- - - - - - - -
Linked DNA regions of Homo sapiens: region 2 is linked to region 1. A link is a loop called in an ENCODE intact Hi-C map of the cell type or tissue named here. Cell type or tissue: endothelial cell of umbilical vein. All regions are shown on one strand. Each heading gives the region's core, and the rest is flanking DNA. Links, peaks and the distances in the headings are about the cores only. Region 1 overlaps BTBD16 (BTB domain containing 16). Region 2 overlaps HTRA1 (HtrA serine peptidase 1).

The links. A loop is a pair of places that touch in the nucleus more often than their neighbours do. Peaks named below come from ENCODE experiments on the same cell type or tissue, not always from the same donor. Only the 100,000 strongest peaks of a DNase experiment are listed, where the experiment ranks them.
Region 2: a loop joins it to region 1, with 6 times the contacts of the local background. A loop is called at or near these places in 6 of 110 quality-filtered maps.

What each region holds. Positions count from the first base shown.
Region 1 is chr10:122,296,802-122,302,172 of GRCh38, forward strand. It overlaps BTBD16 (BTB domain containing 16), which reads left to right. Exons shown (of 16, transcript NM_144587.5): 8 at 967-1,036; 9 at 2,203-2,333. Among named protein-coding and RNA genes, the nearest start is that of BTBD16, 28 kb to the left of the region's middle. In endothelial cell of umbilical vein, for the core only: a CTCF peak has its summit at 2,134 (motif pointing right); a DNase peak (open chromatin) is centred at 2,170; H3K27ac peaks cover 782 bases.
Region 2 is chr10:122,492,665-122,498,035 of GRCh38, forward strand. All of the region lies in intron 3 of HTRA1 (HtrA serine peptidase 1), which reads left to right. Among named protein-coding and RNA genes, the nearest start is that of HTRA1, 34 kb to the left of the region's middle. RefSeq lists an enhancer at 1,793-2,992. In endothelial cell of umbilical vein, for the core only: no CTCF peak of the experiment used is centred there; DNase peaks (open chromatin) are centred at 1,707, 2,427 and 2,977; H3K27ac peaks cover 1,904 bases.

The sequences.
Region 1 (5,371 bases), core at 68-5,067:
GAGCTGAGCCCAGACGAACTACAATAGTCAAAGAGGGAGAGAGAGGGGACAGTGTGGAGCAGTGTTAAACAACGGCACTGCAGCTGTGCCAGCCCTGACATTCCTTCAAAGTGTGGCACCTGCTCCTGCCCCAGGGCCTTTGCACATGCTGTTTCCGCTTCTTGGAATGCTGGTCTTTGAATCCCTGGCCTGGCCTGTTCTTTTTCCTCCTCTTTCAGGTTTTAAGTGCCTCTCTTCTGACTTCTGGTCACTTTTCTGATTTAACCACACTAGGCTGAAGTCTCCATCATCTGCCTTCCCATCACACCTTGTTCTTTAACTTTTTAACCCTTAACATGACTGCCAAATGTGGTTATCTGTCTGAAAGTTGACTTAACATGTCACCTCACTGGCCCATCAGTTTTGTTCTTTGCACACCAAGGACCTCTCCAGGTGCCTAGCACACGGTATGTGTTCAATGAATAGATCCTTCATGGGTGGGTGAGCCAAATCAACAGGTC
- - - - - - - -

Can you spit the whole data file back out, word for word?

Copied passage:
Linked DNA regions of Homo sapiens: region 2 is linked to region 1. A link is a loop called in an ENCODE intact Hi-C map of the cell type or tissue named here. Cell type or tissue: endothelial cell of umbilical vein. All regions are shown on one strand. Each heading gives the region's core, and the rest is flanking DNA. Links, peaks and the distances in the headings are about the cores only. Region 1 overlaps BTBD16 (BTB domain containing 16). Region 2 overlaps HTRA1 (HtrA serine peptidase 1).

The links. A loop is a pair of places that touch in the nucleus more often than their neighbours do. Peaks named below come from ENCODE experiments on the same cell type or tissue, not always from the same donor. Only the 100,000 strongest peaks of a DNase experiment are listed, where the experiment ranks them.
Region 2: a loop joins it to region 1, with 6 times the contacts of the local background. A loop is called at or near these places in 6 of 110 quality-filtered maps.

What each region holds. Positions count from the first base shown.
Region 1 is chr10:122,296,802-122,302,172 of GRCh38, forward strand. It overlaps BTBD16 (BTB domain containing 16), which reads left to right. Exons shown (of 16, transcript NM_144587.5): 8 at 967-1,036; 9 at 2,203-2,333. Among named protein-coding and RNA genes, the nearest start is that of BTBD16, 28 kb to the left of the region's middle. In endothelial cell of umbilical vein, for the core only: a CTCF peak has its summit at 2,134 (motif pointing right); a DNase peak (open chromatin) is centred at 2,170; H3K27ac peaks cover 782 bases.
Region 2 is chr10:122,492,665-122,498,035 of GRCh38, forward strand. All of the region lies in intron 3 of HTRA1 (HtrA serine peptidase 1), which reads left to right. Among named protein-coding and RNA genes, the nearest start is that of HTRA1, 34 kb to the left of the region's middle. RefSeq lists an enhancer at 1,793-2,992. In endothelial cell of umbilical vein, for the core only: no CTCF peak of the experiment used is centred there; DNase peaks (open chromatin) are centred at 1,707, 2,427 and 2,977; H3K27ac peaks cover 1,904 bases.

The sequences.
Region 1 (5,371 bases), core at 68-5,067:
GAGCTGAGCCCAGACGAACTACAATAGTCAAAGAGGGAGAGAGAGGGGACAGTGTGGAGCAGTGTTAAACAACGGCACTGCAGCTGTGCCAGCCCTGACATTCCTTCAAAGTGTGGCACCTGCTCCTGCCCCAGGGCCTTTGCACATGCTGTTTCCGCTTCTTGGAATGCTGGTCTTTGAATCCCTGGCCTGGCCTGTTCTTTTTCCTCCTCTTTCAGGTTTTAAGTGCCTCTCTTCTGACTTCTGGTCACTTTTCTGATTTAACCACACTAGGCTGAAGTCTCCATCATCTGCCTTCCCATCACACCTTGTTCTTTAACTTTTTAACCCTTAACATGACTGCCAAATGTGGTTATCTGTCTGAAAGTTGACTTAACATGTCACCTCACTGGCCCATCAGTTTTGTTCTTTGCACACCAAGGACCTCTCCAGGTGCCTAGCACACGGTATGTGTTCAATGAATAGATCCTTCATGGGTGGGTGAGCCAAATCAACAGGTC